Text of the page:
One of the most popular J. B. Priestley quotes is:
Comedy, we may say, is society protecting itself—with a smile.
https://literature.stackexchange.com/users/18841/kate-bunting correctly identified the context of the Priestley quote as Priestley's biography of George Meredith. She also said that one can find it if one searches for 'protecting', but Google seem to be only providing very short extracts now, and it's difficult to tell much about the context. And all of that is true.
Fortunately, https://literature.stackexchange.com/users/3003/gareth-rees, in a comment, linked to the quote in the original context of the entire biography which is stored on the Internet Archive:
In case you don't already know these tricks, the Internet Archive is easier (at least in Windows) to read, firstly, in single page mode, and secondly in full screen mode, and thirdly when the size of the text is adjusted by placing the mouse pointer on the text while holding down the control key and then turning the mouse wheel. Also, the Windows Screen Magnifier (Windows Key held down while equals sign key is pressed) magnifies everything.
Having read the three or so pages leading up to the quote, and the three or so pages following it, I am still in the dark as to what the quote means, if it even means anything. I mean, it seems entirely, or at least almost entirely, a bunch of pretentious academic obfuscation i.e. bafflegab.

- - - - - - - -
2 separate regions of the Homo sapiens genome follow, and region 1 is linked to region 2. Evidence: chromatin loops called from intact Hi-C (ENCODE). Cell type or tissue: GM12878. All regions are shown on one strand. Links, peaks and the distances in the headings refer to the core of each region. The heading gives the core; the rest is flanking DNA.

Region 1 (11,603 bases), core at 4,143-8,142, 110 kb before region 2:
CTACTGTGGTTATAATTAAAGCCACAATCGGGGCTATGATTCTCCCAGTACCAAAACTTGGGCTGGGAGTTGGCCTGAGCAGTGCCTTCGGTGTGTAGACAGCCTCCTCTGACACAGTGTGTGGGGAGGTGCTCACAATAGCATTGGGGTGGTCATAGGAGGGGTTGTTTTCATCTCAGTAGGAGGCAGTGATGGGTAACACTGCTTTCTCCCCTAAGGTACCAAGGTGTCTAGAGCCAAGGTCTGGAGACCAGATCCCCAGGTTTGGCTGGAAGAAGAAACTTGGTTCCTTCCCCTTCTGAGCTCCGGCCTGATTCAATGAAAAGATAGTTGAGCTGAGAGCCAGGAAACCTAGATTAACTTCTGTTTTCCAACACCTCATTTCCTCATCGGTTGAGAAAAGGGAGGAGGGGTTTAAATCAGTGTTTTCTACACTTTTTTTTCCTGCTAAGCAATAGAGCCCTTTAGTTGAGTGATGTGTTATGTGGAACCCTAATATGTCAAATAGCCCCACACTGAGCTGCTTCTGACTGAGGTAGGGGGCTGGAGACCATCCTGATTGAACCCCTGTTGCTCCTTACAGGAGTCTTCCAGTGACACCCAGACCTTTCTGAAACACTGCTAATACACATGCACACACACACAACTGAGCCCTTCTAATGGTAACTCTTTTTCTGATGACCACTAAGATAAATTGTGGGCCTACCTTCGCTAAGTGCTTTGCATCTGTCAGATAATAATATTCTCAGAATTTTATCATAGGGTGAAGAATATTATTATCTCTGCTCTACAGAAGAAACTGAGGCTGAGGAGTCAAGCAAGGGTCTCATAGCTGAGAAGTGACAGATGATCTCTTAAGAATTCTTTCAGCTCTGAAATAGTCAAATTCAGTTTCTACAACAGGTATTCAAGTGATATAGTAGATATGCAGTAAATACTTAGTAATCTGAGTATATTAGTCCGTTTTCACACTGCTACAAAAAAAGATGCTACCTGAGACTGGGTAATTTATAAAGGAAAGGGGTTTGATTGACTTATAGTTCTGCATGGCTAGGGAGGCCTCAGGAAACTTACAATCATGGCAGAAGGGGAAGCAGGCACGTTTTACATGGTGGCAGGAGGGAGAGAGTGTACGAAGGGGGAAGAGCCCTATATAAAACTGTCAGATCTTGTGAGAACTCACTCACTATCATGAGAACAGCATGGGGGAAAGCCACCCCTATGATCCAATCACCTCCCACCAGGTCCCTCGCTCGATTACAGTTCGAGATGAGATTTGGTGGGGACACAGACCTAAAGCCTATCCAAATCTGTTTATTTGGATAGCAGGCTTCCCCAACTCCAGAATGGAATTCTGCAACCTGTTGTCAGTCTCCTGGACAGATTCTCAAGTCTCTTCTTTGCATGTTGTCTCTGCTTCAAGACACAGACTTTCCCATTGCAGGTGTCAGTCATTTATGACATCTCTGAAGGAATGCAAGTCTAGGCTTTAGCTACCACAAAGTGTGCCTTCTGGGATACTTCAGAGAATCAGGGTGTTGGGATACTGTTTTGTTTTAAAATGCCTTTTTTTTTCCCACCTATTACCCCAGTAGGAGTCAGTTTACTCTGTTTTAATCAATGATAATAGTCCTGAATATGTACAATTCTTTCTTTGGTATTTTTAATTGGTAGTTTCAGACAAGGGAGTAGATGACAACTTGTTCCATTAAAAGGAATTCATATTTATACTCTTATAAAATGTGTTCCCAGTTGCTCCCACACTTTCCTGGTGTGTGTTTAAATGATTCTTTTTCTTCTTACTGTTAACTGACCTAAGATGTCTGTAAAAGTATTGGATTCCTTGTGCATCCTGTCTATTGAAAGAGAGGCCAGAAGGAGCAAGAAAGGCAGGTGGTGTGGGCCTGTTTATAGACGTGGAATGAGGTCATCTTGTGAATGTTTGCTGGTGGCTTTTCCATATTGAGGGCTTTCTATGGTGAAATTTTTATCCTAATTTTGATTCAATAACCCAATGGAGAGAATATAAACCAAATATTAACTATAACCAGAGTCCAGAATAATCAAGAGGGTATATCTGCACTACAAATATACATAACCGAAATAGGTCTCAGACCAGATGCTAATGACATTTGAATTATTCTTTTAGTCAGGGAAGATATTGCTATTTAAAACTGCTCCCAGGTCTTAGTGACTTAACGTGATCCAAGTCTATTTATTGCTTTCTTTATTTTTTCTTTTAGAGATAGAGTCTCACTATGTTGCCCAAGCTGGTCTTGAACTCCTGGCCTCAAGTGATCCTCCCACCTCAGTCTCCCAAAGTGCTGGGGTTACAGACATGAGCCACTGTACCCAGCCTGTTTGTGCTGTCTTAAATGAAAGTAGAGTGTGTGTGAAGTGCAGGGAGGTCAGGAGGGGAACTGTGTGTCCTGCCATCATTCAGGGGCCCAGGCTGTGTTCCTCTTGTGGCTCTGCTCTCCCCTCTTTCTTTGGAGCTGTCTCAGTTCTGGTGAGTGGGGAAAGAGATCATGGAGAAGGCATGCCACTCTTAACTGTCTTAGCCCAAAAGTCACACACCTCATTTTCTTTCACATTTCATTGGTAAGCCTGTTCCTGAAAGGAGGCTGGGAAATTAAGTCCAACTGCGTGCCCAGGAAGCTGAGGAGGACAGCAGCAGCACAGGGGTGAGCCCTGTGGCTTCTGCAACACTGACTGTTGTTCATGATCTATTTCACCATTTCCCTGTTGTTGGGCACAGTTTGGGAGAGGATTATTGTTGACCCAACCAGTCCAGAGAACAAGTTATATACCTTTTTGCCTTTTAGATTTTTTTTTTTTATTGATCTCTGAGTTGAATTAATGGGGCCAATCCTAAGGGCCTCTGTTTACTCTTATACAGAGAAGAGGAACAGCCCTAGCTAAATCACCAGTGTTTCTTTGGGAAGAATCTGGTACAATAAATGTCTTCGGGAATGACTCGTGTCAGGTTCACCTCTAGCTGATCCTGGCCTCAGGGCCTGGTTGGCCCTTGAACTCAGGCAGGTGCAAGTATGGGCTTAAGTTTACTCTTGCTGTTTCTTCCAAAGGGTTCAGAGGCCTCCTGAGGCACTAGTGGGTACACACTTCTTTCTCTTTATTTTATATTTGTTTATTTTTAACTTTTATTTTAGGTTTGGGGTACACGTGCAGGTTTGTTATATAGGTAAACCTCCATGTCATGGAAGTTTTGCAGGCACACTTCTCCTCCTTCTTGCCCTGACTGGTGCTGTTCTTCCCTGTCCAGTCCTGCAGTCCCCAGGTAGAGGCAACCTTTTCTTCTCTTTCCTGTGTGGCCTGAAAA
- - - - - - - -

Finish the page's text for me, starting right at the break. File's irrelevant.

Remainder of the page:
The quote is not necessarily a statement of Priestley's own opinion on comedy, but rather seems to be his summary of his speculative interpretation of Meredith's supposed opinion of comedy. Furthermore, "comedy" here may not mean exactly what it means today: it is capitalized even when not at the beginning of a sentence, suggesting a special new sense, and it is contrasted with "Humour" (the British English spelling has two "U"s) also capitalized all the time, which supposedly is a different kind of funniness. There are numerous other terms with initial capitals, and I can't tell which are terms with special new meanings and which are not. For example, "Essay" is capitalized, but seems to just mean "essay", while "Humour", "Comedy", "Comic Spirit", "Comic Stage", "Irony", "Folly", and "Comic" seem to be capitalized to indicate that they mean something different from the uncapitalized versions of these terms.
Here's a fairly typical claim using such terms:
The Comic Spirit, then, unlike Humour, preserves its detachment, content to throw a beam of clear light on some incongruity.
Here's the last part of the argument concluding with that claim:
Thus, Irony is treated as if it were something more than a mode of expression and, as such, one of the instruments of the Comic Spirit. Incidentally, it is too often assumed that Meredith, in this Essay, is describing the spirit in which his own work is conceived and not discussing a literary form. In places he is, but actually his own work far transcends the limits imposed by him upon the creator of pure Comedy. (Richmond Roy, for example, is a humorous creation.) The Comic Spirit, then, unlike Humour, preserves its detachment, content to throw a beam of clear light on some incongruity.
Note that "humorous" is not capitalized while "Humour" is, which suggests a cavalier disregard for consistent use of terminology. See how "Essay" is capitalized but seems to mean just "essay".